There is quite a discussion ongoing in The Visual Miscellaneum. Stephen Few responded to Teradata’s praise of McCandless’ work in Teradata, David McCandless, and yet another detour for analytics, in which Few called McCandless to task (again) for passing off ineffective data art as cutting-edge information visualization. Nathan called attention to Stephen’s “rant”, and we were off to the races.on Nathan Yau’s Flowing Data blog. It all started with a marketing guy from Teradata of the data visualization of David McCandless, designer of
I will let the dozens of comments under Nathan’s post speak to the debate about McCandless’ efforts, which I find eye-catching but generally not effective at sharing actual information. However, I did want to share my thoughts on why so many of us continue to use ineffective visualization techniques.
“People like ineffective graphics”
A number of commenters stated that that people like attractive, sexy-looking presentations and fluffy pictures, regardless of their shortcomings. Andrew Vande Moere of Infosthetics suggests that we try to “learn why people actually prefer the less ‘effective’ infographic” (and he specifically mentioned “circular graphs”), so that we can improve the general state of data presentation.
Few replied, “I’m not aware of any research offhand that specifically attempts to explain why some people (certainly not all) prefer forms of display that don’t effectively provide what they need from the information.”
I have a hypothesis about this, pure speculation really, but others may add to it, or at least be amused.
Why do we love pie charts?
We don’t like ineffective graphics, we like familiar graphics.
We learn pie charts from Miss Jones in second grade. Miss Jones teaches many subjects and has to keep a classroom orderly and well-mannered, so she is by no means an expert in data visualization techniques. However, she is a person of authority and we naturally follow her example.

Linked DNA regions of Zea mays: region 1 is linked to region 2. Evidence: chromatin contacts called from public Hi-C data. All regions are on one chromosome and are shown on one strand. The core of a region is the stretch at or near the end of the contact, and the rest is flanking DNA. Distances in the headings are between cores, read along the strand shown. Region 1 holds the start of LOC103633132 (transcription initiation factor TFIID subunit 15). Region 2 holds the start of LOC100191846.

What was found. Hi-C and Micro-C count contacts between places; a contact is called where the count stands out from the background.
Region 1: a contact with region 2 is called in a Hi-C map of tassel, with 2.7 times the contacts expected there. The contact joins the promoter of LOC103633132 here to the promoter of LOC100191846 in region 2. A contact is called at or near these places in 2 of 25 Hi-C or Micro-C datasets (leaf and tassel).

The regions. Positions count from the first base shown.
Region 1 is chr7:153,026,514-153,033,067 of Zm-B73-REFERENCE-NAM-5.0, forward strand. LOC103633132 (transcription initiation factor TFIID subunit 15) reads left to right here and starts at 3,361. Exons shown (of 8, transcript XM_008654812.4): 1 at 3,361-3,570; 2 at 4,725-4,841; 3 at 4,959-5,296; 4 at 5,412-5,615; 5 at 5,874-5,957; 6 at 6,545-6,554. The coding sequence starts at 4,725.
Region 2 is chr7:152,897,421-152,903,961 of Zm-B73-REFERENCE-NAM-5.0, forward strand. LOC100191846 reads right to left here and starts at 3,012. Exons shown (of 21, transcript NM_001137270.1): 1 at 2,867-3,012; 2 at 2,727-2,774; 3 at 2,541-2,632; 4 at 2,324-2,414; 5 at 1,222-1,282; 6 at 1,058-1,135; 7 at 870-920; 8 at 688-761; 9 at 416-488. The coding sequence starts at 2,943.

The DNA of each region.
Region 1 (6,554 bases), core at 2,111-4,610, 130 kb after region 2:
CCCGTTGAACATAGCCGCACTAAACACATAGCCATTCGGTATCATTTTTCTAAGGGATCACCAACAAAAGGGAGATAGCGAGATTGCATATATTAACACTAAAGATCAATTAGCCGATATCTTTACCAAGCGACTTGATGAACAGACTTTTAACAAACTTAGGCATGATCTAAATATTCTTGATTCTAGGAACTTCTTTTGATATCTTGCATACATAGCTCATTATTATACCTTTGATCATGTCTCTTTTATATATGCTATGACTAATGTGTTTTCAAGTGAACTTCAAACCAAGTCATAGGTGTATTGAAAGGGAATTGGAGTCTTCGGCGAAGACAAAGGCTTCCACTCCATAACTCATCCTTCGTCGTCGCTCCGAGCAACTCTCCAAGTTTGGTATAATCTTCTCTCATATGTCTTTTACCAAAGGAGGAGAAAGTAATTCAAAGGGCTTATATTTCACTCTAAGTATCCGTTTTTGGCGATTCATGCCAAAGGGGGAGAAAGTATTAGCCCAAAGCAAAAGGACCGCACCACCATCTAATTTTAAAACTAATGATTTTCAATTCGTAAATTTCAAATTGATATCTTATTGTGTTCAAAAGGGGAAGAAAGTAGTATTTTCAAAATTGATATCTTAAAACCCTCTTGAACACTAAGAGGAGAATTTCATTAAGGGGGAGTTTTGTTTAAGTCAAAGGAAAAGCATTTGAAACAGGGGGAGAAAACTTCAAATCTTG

Over the years, we see many pie charts, taught to every second grader by all the well-meaning Miss Joneses out there. The pies are ubiquitous, so we become familiar with them, and we never realize their limitations.
Since all of out software packages, particularly the expensive shiny ones, offer pie charts prominently, we assume they are among the best charting options.
When we see an icon for a 3D pie chart, we click on it, because after all, it’s one whole D better than 2D.
Pies have been ingrained in our consciousness for so long, they become one of the first things we reach for.
Proof That Circular Graphics Are Not Intuitive
Maybe “proof” is too strong a word, but what follows is certainly a telling demonstration.
To anyone who doubts how unintuitive circular charts (pies etc.) truly are, I have a simple question: Have you ever taught a young child to read an analog clock?
If children know their numerals, they can read “8:47” on a digital clock, and at least know it’s between 8 and 9 o’clock. In time they even learn that :47 means closer to 9:00 than to 8:00. On an analog clock, 8:47 is obviously closer to the following hour, but knowing the hour isn’t easy. You either have to estimate the angle of the hour hand, or you have to count and interpolate between ticks or read the numerals. Clocks with a square face have lost some of the supposed effectiveness of circular symmetry. And don’t forget the additional difficulty provided by hours expressed in Roman numerals.
Disclosure: The clock images above are affiliate links to product pages on Amazon, where you can purchase such clocks, and earn me a teeny commission. There is a round Whatever clock hanging in the hall outside my office.
A Defense of Pie Charts
I have read Robert Kosara’s recent In Defense of Pie Charts in his Eager Eyes blog. He points out (as Stephen Few did way back in Save the Pies for Dessert (pdf)) that pies have one advantage over other types of graphs: you can readily compare combinations of adjacent wedges. In a pie with four wedges, for example, you can compare A+B to C+D. You can also compare A+D to B+C. However, unless this is planned it is simply the result of an accidental arrangement of the data, since you may in fact be more interested in comparing A+C to B+D.
I’ve always felt that this argument is an afterthought, a rationalization for having used that pie in the first place. If you knew a priori that the comparison of added data points was important, you could easily enough have prepared a stacked bar chart with A+C vs. B+D, or even with all pairs. This would of course be preceded by a bar chart comparing all of the individual points.